According to this group, the Horn of Africa Section “is adding fuel to the fire by advancing the causes of … groups by repeated broadcasts of their unjustified causes and giving airtime to the purported leaders to wage their propaganda wars and to entice potential recruits and supporters.” It avoids elaborating to the recipients of its letter how the cause of such groups is unjustified, or perhaps intentionally puts a lid on what is justified.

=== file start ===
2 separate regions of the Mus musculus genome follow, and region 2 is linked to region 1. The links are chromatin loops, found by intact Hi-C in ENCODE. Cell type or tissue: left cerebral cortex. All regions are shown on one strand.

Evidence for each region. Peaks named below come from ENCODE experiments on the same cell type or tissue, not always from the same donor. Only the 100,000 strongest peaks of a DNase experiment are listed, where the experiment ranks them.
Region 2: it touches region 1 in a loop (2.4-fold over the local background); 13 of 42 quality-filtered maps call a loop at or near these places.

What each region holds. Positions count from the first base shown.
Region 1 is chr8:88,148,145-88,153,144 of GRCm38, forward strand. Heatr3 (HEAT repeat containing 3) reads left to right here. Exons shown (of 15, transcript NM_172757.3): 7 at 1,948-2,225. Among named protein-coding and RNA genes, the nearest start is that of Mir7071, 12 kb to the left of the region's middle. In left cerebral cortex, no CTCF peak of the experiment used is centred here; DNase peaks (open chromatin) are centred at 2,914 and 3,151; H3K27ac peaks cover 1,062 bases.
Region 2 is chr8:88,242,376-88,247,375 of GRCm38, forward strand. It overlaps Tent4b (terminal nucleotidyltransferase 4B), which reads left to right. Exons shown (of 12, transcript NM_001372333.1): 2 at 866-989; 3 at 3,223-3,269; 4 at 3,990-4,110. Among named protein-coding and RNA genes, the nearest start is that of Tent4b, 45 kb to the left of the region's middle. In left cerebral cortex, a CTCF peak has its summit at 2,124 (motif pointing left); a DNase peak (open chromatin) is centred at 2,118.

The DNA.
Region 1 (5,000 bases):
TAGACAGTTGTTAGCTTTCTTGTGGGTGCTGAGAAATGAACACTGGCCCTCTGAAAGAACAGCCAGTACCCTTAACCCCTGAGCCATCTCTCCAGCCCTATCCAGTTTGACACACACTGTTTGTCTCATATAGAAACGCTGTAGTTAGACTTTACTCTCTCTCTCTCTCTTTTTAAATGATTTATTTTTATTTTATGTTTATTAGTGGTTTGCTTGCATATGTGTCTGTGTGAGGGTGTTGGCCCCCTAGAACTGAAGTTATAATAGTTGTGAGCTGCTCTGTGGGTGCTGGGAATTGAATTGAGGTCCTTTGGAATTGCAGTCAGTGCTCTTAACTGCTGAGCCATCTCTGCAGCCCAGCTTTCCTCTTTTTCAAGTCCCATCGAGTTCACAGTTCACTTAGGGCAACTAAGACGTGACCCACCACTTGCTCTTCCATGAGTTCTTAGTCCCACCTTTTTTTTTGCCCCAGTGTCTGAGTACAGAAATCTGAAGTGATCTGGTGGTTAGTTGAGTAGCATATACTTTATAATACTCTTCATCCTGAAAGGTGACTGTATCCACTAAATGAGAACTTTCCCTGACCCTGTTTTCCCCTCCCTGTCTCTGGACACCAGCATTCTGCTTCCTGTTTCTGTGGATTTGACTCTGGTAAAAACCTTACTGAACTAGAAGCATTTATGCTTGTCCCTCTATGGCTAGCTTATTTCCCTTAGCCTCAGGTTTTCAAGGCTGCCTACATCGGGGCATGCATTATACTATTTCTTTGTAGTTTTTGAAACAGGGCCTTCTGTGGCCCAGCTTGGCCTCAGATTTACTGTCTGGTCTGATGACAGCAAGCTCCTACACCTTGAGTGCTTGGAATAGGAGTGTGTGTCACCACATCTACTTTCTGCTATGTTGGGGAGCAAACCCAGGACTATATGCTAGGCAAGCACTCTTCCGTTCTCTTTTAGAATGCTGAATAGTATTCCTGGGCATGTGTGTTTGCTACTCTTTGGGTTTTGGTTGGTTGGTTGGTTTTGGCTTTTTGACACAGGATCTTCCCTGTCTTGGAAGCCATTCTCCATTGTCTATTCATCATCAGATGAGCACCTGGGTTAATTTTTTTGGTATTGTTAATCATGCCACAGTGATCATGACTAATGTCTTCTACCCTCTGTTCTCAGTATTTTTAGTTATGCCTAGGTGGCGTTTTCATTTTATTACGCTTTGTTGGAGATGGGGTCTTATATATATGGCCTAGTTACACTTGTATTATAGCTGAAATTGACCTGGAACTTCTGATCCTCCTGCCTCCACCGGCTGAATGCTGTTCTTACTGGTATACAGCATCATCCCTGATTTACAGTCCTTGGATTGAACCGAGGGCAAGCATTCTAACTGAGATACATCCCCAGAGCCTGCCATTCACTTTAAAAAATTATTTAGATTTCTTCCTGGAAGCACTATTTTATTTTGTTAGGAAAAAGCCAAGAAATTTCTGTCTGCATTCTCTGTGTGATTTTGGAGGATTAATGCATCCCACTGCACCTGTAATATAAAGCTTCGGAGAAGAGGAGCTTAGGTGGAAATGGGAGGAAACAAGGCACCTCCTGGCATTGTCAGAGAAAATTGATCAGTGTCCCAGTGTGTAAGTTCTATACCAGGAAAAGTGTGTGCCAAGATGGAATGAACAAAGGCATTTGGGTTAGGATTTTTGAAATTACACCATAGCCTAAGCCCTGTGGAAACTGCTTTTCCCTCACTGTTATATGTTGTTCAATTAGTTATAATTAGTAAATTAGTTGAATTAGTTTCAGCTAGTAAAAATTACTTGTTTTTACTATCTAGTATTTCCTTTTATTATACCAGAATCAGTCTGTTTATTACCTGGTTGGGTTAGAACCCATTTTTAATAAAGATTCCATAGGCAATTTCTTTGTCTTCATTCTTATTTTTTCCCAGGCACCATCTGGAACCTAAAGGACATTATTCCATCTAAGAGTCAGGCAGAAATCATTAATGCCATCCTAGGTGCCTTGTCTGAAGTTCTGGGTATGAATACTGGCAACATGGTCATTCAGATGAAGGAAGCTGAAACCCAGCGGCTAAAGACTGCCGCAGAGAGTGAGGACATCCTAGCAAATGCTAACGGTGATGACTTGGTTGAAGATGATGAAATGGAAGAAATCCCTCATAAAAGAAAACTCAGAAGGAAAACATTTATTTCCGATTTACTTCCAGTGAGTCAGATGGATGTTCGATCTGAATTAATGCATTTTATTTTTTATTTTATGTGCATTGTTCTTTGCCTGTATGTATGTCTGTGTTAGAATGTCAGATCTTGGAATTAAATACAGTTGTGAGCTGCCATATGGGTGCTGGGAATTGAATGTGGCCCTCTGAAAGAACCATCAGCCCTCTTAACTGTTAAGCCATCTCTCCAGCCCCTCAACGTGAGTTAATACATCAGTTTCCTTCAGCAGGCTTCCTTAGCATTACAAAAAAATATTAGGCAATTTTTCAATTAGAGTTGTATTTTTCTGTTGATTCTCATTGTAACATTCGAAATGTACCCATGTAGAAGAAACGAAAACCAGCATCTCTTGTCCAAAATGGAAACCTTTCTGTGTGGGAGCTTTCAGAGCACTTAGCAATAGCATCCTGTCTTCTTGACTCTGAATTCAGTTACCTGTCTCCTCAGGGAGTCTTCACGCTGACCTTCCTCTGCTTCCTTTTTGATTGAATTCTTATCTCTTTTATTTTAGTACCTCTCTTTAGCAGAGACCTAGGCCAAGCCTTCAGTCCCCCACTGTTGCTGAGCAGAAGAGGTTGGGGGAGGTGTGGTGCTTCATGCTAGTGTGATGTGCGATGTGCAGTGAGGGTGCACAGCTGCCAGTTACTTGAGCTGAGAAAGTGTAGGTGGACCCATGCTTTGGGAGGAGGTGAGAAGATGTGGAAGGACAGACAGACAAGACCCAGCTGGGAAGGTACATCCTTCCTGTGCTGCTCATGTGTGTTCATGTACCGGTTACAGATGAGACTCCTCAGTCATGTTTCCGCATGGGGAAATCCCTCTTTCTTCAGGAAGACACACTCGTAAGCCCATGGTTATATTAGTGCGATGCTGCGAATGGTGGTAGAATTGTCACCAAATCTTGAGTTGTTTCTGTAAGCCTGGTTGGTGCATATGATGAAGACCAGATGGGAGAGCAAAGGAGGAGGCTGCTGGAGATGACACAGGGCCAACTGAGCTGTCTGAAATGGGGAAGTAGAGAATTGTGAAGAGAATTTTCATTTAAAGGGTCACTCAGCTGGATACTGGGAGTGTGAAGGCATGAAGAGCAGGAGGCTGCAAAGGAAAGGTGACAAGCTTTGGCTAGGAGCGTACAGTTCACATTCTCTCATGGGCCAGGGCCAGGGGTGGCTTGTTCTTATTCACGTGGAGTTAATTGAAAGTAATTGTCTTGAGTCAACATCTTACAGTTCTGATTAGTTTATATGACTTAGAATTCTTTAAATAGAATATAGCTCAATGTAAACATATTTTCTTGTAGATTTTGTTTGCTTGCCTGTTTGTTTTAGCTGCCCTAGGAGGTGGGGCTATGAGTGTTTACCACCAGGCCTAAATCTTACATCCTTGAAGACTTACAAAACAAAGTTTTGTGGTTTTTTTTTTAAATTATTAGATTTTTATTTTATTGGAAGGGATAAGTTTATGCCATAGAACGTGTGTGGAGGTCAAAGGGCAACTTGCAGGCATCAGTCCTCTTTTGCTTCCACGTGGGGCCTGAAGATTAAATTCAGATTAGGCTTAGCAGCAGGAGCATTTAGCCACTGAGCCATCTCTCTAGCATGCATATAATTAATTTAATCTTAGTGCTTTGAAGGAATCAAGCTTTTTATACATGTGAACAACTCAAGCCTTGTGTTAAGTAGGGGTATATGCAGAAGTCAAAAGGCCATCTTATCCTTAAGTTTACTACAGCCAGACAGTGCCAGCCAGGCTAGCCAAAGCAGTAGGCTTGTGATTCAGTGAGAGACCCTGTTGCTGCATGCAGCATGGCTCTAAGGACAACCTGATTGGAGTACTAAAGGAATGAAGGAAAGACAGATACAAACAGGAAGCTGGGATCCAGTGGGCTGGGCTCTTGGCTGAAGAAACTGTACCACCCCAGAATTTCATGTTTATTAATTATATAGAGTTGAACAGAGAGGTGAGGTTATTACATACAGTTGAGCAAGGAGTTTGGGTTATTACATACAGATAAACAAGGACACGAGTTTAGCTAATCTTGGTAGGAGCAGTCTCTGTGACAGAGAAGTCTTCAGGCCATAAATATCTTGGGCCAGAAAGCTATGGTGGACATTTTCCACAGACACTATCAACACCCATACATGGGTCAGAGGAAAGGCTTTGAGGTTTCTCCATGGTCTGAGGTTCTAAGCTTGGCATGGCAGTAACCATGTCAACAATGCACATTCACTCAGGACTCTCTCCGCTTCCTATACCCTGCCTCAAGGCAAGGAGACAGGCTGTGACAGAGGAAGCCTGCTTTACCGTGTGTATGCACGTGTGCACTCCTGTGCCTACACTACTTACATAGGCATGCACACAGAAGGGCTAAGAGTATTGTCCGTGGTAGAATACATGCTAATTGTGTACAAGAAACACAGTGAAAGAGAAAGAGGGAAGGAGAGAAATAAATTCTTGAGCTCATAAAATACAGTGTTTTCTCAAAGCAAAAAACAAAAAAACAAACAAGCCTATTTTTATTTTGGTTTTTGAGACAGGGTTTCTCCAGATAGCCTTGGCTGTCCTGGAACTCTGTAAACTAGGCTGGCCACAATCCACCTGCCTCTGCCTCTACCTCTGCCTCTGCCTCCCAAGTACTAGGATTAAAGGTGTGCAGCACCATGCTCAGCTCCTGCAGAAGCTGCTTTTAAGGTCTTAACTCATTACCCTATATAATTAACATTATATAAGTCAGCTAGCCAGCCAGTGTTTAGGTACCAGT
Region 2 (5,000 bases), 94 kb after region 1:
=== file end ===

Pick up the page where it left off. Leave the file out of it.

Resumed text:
VOA has allocated airtime for the three major languages used in Ethiopia: Afaan Oromo, Amharic and Tigrigna. All the people and political organizations that get information from any broadcasting service are beneficiaries of the service when the service is balanced and accurate. How the OLF alone in the middle of dozens of Amhara and Tigray peoples’ political parties is the key beneficiary should be interesting for any careful observer even though it may not be surprising to those who have lived alongside such chauvinistic culture for a long enough time. Even more interesting is the fact that such groups who are terrorized because people get news service in their native language jump on the terrorist bandwagon to vainly discredit any well founded news and views that are to their distaste. Out of their disgruntled position come all sorts of high sounding alarm bells that should not surprise the careful observers. The group can foolishly make every effort to have us and the people of the United States believe about a “growing resentment in the [horn] region against the United States” because of VOA service. It may not be surprising if a group from the Sunni minority in Iraq makes every attempt to block the basic rights of the Shiite majority in their country.